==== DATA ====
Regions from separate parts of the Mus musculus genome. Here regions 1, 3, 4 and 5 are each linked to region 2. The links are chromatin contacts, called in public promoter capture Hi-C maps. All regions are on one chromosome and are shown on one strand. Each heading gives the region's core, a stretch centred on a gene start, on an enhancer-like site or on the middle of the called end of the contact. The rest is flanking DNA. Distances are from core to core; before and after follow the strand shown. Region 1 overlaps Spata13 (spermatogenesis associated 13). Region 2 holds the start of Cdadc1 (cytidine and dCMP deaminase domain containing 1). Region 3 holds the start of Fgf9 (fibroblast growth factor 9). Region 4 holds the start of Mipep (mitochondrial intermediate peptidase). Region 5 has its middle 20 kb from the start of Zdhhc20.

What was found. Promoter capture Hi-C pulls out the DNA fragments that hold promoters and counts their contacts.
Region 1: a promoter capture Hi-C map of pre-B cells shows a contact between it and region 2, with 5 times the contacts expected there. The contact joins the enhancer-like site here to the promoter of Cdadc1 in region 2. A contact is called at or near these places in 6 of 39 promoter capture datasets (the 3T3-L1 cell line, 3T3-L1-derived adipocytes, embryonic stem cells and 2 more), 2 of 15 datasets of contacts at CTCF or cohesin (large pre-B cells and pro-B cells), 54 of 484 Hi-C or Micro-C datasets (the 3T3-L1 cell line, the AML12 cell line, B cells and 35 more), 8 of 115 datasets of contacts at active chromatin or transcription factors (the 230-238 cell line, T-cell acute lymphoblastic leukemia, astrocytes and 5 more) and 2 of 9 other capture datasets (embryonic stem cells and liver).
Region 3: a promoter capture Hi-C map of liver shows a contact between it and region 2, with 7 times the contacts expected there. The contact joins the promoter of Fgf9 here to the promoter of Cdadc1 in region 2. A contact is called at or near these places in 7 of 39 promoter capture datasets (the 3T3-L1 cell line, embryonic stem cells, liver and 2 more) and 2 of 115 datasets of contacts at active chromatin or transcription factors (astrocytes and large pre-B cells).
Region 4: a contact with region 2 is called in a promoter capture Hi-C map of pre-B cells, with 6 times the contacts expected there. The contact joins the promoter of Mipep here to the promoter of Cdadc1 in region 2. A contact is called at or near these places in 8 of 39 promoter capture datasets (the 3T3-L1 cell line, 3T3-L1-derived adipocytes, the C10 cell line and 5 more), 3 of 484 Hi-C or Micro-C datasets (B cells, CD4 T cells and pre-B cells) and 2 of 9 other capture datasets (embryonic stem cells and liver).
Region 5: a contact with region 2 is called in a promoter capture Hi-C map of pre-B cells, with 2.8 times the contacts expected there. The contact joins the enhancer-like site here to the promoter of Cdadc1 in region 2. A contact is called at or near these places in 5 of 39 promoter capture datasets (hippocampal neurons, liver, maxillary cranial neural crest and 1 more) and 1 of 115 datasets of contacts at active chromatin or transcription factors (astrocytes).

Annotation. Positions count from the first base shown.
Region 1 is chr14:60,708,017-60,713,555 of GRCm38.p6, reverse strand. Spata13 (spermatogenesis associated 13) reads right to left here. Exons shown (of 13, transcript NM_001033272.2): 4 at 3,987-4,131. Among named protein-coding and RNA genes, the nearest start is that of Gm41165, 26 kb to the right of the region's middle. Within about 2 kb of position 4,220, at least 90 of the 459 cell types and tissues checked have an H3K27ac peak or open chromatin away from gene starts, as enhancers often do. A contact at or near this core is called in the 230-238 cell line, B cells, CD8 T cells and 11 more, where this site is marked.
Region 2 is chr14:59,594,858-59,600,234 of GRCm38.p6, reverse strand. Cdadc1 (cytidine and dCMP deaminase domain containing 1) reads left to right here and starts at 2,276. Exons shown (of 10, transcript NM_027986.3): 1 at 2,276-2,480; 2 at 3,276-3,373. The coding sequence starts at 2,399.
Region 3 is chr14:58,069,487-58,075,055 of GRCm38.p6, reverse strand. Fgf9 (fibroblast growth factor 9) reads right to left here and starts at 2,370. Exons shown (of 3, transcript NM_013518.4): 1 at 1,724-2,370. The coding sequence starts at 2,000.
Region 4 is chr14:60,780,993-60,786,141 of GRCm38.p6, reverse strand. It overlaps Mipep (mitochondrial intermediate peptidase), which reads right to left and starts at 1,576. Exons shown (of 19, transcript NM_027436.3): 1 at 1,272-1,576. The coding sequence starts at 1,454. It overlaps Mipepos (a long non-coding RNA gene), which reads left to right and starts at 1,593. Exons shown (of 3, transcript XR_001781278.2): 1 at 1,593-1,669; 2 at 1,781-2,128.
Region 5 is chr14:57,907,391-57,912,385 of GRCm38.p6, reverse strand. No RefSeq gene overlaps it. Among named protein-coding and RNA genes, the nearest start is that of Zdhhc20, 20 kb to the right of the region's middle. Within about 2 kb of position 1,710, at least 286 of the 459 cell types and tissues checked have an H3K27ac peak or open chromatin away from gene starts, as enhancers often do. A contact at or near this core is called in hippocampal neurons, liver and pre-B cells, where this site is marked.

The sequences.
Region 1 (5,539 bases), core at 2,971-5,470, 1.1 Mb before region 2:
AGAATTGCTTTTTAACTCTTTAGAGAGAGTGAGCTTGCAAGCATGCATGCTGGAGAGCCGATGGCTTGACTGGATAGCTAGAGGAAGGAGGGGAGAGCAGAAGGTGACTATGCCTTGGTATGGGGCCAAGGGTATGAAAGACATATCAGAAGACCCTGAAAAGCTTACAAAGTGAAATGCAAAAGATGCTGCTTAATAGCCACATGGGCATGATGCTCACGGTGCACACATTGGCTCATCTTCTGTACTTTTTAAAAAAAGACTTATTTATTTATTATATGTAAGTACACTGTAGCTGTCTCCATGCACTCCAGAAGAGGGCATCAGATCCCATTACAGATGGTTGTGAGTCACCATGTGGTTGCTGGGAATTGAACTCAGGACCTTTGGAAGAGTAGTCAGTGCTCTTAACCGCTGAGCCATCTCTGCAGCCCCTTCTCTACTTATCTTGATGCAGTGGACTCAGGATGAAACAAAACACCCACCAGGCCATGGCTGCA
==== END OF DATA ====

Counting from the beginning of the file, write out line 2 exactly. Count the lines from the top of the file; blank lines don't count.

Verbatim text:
What was found. Promoter capture Hi-C pulls out the DNA fragments that hold promoters and counts their contacts.